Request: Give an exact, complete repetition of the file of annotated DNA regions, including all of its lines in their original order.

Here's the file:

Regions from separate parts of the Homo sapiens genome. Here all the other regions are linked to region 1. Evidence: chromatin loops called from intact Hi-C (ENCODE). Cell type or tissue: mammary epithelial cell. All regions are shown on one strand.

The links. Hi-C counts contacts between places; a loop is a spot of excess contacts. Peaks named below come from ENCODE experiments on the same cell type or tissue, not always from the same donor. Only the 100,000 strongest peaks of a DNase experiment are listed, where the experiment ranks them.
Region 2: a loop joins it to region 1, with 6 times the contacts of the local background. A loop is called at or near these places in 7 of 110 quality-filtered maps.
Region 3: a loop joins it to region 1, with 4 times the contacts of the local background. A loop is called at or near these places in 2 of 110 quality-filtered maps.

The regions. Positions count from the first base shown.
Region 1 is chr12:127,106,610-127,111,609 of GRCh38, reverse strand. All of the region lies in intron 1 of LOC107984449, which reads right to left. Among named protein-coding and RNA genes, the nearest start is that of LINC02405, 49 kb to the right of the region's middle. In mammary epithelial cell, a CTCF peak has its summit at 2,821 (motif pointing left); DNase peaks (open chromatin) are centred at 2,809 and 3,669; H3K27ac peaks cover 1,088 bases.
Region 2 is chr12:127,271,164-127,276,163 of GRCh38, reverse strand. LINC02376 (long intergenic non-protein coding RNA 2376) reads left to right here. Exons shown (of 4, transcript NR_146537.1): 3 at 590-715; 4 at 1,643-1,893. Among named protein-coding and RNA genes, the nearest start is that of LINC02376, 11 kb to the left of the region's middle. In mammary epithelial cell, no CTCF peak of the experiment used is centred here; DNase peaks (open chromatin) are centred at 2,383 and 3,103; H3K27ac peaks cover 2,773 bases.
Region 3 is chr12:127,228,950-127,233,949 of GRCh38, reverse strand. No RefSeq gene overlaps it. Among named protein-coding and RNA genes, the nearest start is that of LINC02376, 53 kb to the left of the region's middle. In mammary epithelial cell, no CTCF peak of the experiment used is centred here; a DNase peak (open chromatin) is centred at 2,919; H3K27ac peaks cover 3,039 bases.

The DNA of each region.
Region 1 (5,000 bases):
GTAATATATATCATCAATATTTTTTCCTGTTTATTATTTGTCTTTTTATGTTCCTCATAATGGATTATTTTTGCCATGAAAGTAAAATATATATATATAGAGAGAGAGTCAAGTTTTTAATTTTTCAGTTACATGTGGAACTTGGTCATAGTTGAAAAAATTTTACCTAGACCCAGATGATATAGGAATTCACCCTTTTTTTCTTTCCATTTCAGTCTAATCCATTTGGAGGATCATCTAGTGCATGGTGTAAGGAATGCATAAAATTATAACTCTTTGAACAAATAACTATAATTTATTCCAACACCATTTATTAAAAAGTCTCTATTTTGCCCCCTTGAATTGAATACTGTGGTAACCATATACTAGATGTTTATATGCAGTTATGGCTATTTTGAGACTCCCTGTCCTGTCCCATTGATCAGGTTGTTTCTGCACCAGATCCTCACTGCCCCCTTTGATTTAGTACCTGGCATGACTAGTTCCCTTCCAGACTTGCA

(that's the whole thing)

Regions from separate parts of the Homo sapiens genome. Here all the other regions are linked to region 1. Evidence: chromatin loops called from intact Hi-C (ENCODE). Cell type or tissue: mammary epithelial cell. All regions are shown on one strand.

The links. Hi-C counts contacts between places; a loop is a spot of excess contacts. Peaks named below come from ENCODE experiments on the same cell type or tissue, not always from the same donor. Only the 100,000 strongest peaks of a DNase experiment are listed, where the experiment ranks them.
Region 2: a loop joins it to region 1, with 6 times the contacts of the local background. A loop is called at or near these places in 7 of 110 quality-filtered maps.
Region 3: a loop joins it to region 1, with 4 times the contacts of the local background. A loop is called at or near these places in 2 of 110 quality-filtered maps.

The regions. Positions count from the first base shown.
Region 1 is chr12:127,106,610-127,111,609 of GRCh38, reverse strand. All of the region lies in intron 1 of LOC107984449, which reads right to left. Among named protein-coding and RNA genes, the nearest start is that of LINC02405, 49 kb to the right of the region's middle. In mammary epithelial cell, a CTCF peak has its summit at 2,821 (motif pointing left); DNase peaks (open chromatin) are centred at 2,809 and 3,669; H3K27ac peaks cover 1,088 bases.
Region 2 is chr12:127,271,164-127,276,163 of GRCh38, reverse strand. LINC02376 (long intergenic non-protein coding RNA 2376) reads left to right here. Exons shown (of 4, transcript NR_146537.1): 3 at 590-715; 4 at 1,643-1,893. Among named protein-coding and RNA genes, the nearest start is that of LINC02376, 11 kb to the left of the region's middle. In mammary epithelial cell, no CTCF peak of the experiment used is centred here; DNase peaks (open chromatin) are centred at 2,383 and 3,103; H3K27ac peaks cover 2,773 bases.
Region 3 is chr12:127,228,950-127,233,949 of GRCh38, reverse strand. No RefSeq gene overlaps it. Among named protein-coding and RNA genes, the nearest start is that of LINC02376, 53 kb to the left of the region's middle. In mammary epithelial cell, no CTCF peak of the experiment used is centred here; a DNase peak (open chromatin) is centred at 2,919; H3K27ac peaks cover 3,039 bases.

The DNA of each region.
Region 1 (5,000 bases):
GTAATATATATCATCAATATTTTTTCCTGTTTATTATTTGTCTTTTTATGTTCCTCATAATGGATTATTTTTGCCATGAAAGTAAAATATATATATATAGAGAGAGAGTCAAGTTTTTAATTTTTCAGTTACATGTGGAACTTGGTCATAGTTGAAAAAATTTTACCTAGACCCAGATGATATAGGAATTCACCCTTTTTTTCTTTCCATTTCAGTCTAATCCATTTGGAGGATCATCTAGTGCATGGTGTAAGGAATGCATAAAATTATAACTCTTTGAACAAATAACTATAATTTATTCCAACACCATTTATTAAAAAGTCTCTATTTTGCCCCCTTGAATTGAATACTGTGGTAACCATATACTAGATGTTTATATGCAGTTATGGCTATTTTGAGACTCCCTGTCCTGTCCCATTGATCAGGTTGTTTCTGCACCAGATCCTCACTGCCCCCTTTGATTTAGTACCTGGCATGACTAGTTCCCTTCCAGACTTGCA